Janeen: Well, there are gaps. Wikipedia, one: we’re not perfect. Also, Wikipedia is a tertiary source. What I mean by that is it’s one of many resources on any given topic. What’s important is that the information on Wikipedia is only as strong as the citations that support it. That’s why you’ll often hear Wikipedians say, “Citation needed.” This is true, but where’s the citation to back it up? It’s also what lends so much validation to the stories and the content on Wikipedia because the likelihood of the truth being told is backed up by the citations and the newsworthiness. We like to say, “If it happens in the world, it happens on Wikipedia.”
“There would be more stories about women if more women felt like they could be a part of the community”
Now, the challenge of that is people will say, “Well, this is critically important. Why is there no Wikipedia page on it? This person is encyclopedic, they’re Nobel Prize winners or otherwise. Why are there no Wikipedia pages on them?” One: because there is a bias, a gap that we have to close, particularly as it relates to women and the content of women on Wikipedia. There’s no one size fits all method to improve diversity, and that presents a serious challenge.
Currently, right now, only about 18% of the biographies on English Wikipedia are about women. We know that that is not reflective of the percentage of women in the world, correct? So we’ve seen gender disparity. There would be more stories about women if more women felt like they could be a part of the community. This goes back to what I talked about earlier about our universal code of conduct and creating a place that is safe and thriving.
For the past several years, only about 10% or 11% of our contributors across all of the projects identify as women. Last year, in 2020, we saw this number jump to about 15%, and this is exciting and wonderful because we are trending in the right direction. Based on our research, we’re seeing this increase in gender mostly among contributors that live in Africa, the Americas – both Latin America and Northern America – and Oceania. This is exciting and important because editing Wikipedia is an activity that’s been dominated by men. So we need more community organizers to be women, we need leaders within our movement to be more diverse so we can create a space that shifts the structures of power, even in our movement, so that they’re more representative of the world.
Another thing that I want to say is back to Wikipedia being a tertiary source. As much as we must do our part to ensure that we have a more diverse community of people, other media sources in the world must tell the stories that support what goes on Wikipedia. When we write a story about someone, we need the news to back up the validation of that story. If there were more stories in the news about women: women in technology, women in STEM, women in medicine, women in sports, if the news wrote more of those stories; if our media sources spent more time elevating the stories of women, then that would help drive content to Wikipedia as well. It’s a community effort, both on Wikipedia and in the world.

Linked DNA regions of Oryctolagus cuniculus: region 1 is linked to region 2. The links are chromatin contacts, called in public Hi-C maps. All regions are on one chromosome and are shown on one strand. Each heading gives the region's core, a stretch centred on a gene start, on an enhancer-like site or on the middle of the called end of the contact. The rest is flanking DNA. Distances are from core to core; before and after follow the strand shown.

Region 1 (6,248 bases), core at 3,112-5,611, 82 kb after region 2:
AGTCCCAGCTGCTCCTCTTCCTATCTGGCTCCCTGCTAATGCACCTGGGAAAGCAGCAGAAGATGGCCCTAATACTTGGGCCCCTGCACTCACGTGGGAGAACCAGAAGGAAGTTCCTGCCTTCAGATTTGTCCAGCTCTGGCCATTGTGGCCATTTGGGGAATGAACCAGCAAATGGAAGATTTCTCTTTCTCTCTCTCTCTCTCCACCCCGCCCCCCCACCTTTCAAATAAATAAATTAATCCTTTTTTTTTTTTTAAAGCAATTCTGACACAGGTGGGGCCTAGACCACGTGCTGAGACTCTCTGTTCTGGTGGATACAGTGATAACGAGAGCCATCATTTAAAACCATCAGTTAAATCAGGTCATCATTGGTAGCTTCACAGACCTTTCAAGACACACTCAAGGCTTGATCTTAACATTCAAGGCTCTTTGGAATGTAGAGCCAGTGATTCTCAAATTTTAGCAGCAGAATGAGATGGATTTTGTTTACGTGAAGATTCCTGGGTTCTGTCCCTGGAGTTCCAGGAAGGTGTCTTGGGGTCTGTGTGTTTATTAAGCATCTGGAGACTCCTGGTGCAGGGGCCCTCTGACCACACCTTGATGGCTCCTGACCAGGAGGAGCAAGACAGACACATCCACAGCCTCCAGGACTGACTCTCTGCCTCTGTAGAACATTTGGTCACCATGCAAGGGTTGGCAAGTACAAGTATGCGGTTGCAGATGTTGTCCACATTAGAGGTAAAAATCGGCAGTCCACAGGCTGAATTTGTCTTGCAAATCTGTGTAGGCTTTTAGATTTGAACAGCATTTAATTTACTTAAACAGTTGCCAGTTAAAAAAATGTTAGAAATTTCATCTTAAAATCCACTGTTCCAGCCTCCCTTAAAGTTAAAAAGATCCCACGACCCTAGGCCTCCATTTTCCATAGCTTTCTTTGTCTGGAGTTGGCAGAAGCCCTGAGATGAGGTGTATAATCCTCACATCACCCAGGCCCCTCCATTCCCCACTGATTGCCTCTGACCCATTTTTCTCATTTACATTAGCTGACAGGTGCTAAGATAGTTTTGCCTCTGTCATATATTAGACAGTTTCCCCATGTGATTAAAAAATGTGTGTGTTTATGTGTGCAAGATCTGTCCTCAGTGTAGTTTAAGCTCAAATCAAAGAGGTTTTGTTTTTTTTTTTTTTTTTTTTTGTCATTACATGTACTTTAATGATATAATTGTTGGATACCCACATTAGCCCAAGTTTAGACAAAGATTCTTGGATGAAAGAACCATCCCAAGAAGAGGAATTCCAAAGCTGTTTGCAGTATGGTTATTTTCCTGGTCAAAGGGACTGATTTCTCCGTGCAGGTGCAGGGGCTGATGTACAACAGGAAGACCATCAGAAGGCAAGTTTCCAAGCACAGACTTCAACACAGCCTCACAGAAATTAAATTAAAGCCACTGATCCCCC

Dee: It almost sounds like you’re future-proofing history to a certain extent because this is such a massive resource. But, as you say, it is tertiary, and it requires these other sources to back it up. Looking back at the past, they didn’t always exist, but with the work that you’re doing, you can make sure that in the future, they do. Presumably, though, Janeen, this isn’t just a thing that’s affected women. I read that your survey data indicates that fewer than 1% of your editor base in the US identifies as Black or African American. Are there multiple areas where Wikipedia can be a force for good in rewriting different groups back into history?
“Who is writing the story of Black people? Not Black people, which means there is a gap in accuracy, a gap in information experience”
Janeen: That’s right. Less than 1% of our community identify as Black. I already mentioned that maybe only around 15% at this point are identifying as women. This affects so many things. It affects the content: Who is writing the story of Black people? Not Black people, which means there is a gap in accuracy, a gap in information experience. Someone can write a story about a Black person and it might have some accuracy and detail, but not the fullness of the story and what it means to live out an experience. That’s with any culture. That’s you writing about Ireland versus me, who has been there, but it’s not my culture.
There’s a gap in groups of people, and it goes back to what I talked about creating a movement where people feel safe and welcome. This is access and equity. It’s also ensuring that our product delivers a user experience that makes it easy for people to participate. Because being a part of Wikipedia isn’t always writing a complete, full article from start to finish. Members of the community taught me from the time that I joined. They’re like, “Janeen, start somewhere. Start with editing vocabulary, ensuring the pages are set up well.” You start with a small edit here and a small edit there. That’s what starts to build you as a Wikipedian. Access to be able to do that from your mobile phone, if you don’t have a laptop. Or in various languages, if English isn’t your primary language. These are things that deter other people from being a part of our community.